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OP-ED: Will a new coalition corner China?

  • Published at 10:41 pm October 20th, 2020
Beijing
Why would Beijing want to commit suicide? REUTERS

Is the Quadrilateral Security Dialogue destined to fail?

Introducing the Quad. It’s better than the mouthful: Quadrilateral Security Dialogue. Which overpaid bunch of consultants came up with that one? 

The US, Japan, Australia, and India arrayed against the People’s Republic of China. The four are meant to be a core grouping. It expects a role for peripheral actors. Bangladesh is being offered a cameo appearance. As is Sri Lanka. High ranking Americans and Indians are conducting road shows. Vietnam and South Korea have already heard the sales pitch. 

The Quad today is a new, improved, upgrade of Japan’s original version launched by Premier Shinzo Abe in a speech in 2007 with the title: Confluence of the Two Seas. Hence we hear about the associated concept of the Indo-Pacific. 

The aims of the Quad are supposedly a free and open rule-based order. Question: Are the seas closed right now? Who benefits if they do close in the future? Whose rules are we meant to maintain? Who decided the Quad should be the enforcer? Who decided we need an Asian NATO? 

How do you say ‘suicide’ in Mandarin?

The Maritime Belt is China’s lifeline. So, why would China block its own arteries? The sea lanes, over which most of its trade moves, need to remain open and free for Beijing’s benefit. While it minimizes risks by land-based corridors in Pakistan and Myanmar, the bulk of its imports and exports will continue to cross the seas. 

In sum, it is China which is vulnerable, not the US. We have inverted reality. We have maximized all potential threats from China. If China were to interdict sea lanes, it would destroy its economy and the maritime element of the Belt and Road Initiative (BRI). I am finding it hard to believe that Beijing wants to commit zi-sha.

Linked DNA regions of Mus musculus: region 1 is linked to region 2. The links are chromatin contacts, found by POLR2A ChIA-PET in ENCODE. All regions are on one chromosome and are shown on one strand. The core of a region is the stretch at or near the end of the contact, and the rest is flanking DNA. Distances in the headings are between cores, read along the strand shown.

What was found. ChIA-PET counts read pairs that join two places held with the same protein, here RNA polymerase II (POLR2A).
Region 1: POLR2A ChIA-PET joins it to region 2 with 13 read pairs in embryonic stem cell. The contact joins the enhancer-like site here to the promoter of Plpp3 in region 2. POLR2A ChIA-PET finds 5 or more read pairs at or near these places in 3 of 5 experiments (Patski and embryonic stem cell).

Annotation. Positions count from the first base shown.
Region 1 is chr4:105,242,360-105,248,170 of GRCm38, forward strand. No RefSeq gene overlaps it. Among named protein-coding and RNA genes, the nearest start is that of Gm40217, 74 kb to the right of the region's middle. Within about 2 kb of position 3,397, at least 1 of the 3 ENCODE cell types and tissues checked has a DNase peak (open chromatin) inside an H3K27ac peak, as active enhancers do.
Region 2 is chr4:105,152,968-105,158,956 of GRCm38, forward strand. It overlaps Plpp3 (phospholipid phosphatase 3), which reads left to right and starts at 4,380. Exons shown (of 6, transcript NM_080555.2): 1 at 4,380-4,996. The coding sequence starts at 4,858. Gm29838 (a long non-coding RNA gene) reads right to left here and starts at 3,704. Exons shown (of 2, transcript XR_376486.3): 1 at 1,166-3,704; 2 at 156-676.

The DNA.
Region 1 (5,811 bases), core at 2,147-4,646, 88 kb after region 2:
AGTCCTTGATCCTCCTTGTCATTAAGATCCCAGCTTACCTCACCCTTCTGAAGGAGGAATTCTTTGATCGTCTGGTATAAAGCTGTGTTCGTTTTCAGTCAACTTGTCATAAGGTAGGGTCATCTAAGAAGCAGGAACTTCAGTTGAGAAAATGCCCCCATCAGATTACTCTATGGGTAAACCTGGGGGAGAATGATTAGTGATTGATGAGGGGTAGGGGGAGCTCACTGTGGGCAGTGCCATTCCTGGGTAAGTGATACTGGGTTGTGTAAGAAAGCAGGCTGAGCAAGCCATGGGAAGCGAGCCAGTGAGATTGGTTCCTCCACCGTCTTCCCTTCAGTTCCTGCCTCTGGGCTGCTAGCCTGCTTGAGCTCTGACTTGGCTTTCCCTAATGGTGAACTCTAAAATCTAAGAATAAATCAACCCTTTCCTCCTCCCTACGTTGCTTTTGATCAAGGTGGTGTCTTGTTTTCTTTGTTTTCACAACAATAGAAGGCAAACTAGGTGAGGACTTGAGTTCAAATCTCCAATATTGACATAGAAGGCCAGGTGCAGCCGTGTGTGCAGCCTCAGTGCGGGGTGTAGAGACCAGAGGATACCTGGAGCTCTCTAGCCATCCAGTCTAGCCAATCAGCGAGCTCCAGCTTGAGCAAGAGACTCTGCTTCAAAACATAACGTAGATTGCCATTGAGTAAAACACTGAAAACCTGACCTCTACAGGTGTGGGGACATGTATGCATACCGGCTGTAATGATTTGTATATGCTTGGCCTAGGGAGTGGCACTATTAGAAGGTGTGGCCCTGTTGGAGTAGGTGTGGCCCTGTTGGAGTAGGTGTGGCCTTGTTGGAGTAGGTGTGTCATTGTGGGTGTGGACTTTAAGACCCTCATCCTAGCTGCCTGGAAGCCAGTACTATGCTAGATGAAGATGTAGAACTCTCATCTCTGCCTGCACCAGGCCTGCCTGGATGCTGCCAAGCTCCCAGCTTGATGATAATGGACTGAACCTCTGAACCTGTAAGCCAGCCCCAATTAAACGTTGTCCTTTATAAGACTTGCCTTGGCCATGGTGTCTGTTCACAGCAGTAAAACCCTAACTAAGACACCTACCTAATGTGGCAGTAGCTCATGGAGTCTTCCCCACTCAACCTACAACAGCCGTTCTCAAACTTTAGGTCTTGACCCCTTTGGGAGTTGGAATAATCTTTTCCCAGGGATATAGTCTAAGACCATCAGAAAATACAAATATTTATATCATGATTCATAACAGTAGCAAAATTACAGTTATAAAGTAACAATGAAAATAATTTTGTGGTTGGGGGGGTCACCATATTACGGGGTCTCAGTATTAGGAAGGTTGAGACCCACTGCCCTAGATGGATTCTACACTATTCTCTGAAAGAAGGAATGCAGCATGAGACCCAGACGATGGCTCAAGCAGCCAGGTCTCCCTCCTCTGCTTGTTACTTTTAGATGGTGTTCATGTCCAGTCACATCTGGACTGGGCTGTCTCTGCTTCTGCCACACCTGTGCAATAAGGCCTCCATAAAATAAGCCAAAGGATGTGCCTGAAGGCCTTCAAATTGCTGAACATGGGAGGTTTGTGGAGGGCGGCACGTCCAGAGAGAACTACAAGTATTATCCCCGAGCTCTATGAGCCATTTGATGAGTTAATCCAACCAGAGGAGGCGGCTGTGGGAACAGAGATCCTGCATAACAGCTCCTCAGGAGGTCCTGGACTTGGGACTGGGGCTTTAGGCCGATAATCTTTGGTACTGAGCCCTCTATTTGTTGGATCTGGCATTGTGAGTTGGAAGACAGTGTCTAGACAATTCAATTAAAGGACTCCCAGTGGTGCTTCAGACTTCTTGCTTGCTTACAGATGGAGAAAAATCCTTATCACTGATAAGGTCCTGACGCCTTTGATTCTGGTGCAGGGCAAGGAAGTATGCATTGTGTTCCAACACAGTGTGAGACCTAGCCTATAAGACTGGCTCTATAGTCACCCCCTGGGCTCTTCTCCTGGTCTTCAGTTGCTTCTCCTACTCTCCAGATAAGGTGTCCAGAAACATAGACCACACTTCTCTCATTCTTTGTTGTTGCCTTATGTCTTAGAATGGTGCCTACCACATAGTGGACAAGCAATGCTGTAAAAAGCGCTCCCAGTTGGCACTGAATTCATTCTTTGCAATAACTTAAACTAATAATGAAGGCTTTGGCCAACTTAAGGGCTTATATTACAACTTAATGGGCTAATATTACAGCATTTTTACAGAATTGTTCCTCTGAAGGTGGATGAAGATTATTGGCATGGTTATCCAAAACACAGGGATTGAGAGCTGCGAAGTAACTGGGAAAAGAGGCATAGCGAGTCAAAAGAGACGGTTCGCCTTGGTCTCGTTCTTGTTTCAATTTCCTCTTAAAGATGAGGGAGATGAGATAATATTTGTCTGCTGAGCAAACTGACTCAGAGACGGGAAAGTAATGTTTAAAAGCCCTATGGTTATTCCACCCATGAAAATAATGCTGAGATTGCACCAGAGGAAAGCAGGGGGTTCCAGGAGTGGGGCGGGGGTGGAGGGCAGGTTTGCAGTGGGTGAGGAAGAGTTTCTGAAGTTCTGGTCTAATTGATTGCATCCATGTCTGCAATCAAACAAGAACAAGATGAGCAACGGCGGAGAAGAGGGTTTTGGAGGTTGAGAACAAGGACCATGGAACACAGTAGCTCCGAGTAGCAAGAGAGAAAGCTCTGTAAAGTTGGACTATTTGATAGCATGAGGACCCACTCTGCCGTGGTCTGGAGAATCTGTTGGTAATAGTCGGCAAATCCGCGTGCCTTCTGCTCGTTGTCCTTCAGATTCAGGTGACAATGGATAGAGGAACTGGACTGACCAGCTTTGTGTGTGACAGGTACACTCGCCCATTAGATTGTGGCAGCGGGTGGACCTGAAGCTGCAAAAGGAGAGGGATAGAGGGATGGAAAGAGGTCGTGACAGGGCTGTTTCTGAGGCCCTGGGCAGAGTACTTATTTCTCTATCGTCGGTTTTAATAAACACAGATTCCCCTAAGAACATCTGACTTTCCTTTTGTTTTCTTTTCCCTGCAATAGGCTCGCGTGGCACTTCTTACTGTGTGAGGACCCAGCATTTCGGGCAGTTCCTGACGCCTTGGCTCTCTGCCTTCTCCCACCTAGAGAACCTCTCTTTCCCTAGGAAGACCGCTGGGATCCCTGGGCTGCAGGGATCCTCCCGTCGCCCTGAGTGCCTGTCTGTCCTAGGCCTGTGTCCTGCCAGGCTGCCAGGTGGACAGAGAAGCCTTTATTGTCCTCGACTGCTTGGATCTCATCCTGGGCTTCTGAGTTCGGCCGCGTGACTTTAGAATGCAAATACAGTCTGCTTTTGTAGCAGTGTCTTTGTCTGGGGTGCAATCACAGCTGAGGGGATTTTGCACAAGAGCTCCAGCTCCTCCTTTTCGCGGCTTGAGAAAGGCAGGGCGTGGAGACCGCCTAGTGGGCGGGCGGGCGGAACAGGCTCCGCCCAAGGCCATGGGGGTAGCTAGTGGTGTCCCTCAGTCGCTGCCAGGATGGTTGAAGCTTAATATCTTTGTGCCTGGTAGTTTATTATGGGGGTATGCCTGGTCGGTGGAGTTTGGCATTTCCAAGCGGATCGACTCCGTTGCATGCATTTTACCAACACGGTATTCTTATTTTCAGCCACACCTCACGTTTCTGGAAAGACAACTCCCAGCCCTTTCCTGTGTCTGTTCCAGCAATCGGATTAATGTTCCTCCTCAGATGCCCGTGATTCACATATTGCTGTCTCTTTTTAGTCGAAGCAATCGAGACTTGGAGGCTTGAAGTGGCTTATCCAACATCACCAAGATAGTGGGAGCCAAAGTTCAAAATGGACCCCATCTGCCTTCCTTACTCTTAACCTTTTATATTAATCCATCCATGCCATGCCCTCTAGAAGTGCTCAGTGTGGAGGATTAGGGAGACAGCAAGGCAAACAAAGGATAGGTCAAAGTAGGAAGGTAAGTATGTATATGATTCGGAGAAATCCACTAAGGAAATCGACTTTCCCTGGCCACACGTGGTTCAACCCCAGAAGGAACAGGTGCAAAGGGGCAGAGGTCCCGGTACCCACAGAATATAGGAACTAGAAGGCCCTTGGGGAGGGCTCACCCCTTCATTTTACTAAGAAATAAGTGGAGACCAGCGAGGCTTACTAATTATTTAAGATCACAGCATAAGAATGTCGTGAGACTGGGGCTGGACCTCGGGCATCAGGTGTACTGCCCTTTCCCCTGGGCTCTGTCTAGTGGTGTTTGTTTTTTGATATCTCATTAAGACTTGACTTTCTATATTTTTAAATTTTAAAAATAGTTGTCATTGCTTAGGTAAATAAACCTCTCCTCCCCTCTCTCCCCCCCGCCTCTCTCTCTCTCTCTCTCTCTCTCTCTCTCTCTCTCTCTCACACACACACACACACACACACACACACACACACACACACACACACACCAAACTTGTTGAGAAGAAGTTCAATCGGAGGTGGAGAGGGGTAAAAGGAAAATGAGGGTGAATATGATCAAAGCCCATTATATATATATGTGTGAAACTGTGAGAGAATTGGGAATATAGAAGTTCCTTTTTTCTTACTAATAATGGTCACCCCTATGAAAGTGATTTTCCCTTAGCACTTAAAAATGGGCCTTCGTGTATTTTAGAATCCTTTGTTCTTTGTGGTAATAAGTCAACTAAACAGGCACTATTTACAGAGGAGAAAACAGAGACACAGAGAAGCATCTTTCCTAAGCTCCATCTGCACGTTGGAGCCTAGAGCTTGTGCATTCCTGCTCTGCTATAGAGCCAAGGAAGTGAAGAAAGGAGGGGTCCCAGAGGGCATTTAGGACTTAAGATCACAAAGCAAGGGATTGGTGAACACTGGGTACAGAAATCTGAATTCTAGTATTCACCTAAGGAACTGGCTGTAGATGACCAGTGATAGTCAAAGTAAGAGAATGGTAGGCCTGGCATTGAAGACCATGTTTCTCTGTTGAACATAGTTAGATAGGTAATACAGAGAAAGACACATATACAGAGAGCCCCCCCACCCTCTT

We have seen Asian alliances before

CENTO or the Central Treaty Organization was formed in 1955. Its members included Iran, Iraq, Pakistan, Turkey, and the UK. The US tactfully joined later. Its purpose was to shore up West Asian states against a perceived threat from the Soviet Union. The fall of despots led to new alignments. The Alliance could not manage political change. Pakistan, hoping for Muslim help in its wars with Russian-backed “Hindu” India, was disappointed. 

CENTO sponsored a rail line all the way from London to Tehran. A few miles of track were laid. Which pretty much sums up that organization. 

East and West Pakistan of the 1950s became a member both of the Middle East-based CENTO and the Southeast Asian-oriented SEATO. It made no sense for the Bengali delta to belong to CENTO. Neither did the Indus river-based “West Pakistan” have any links with Indo-China and Southeast Asia. 

Both alliances, run by Washington, ran into the ground and petered out. SEATO included Australia within its ranks, as well as the UK and France. The real aim was for SEATO to front the war in Vietnam under the banner of SEATO. Many members had cold feet and demured. It remained the “American War,” as they say in Vietnam. The alliance collapsed quietly in the late 1970s. 

Why did SEATO fail? It had a vague aim to counter Communism. Only the Philippines and Thailand were members from Southeast Asia. Indonesia and Burma refused to join. Pakistan withdrew after it received no help in 1971 over the emergence of Bangladesh. 

For Bangladesh, there was one spin-off. SEATO funded a cholera research facility in Dhaka. This later became the International Centre for Diarrhoeal Disease Research, Bangladesh (icddr,b).

Coalition of the unwilling

The Quad is following the path of SEATO. It is talking about health (the Covid virus) with potential members. It is claiming the group is not trying to surround China and not exclusively military. That an “Asian NATO” is just “loose talk.” 

If it were only true. It will indeed be a loose framework. There will be regular naval exercises. That’s because the Quad is a coalition of mainly naval powers spanning “the Indo-Pacific.” Period. 

Remember George Dubya Bush’s “you are either with us or against us?” Which meant “join the Coalition of the Willing (if you know what’s good for you).” Bangladesh loyally announced its pledge of fealty. The Quad is another variation of that theme. 

I think it will be a Coalition of the Unwilling. Destined to fail. It does smell like the failed alliances of the 1950s. Then and now, America tells Asia who its enemy is and what it should do. Wash, rinse, and repeat.

Farid Erkizia Bakht is a political analyst.

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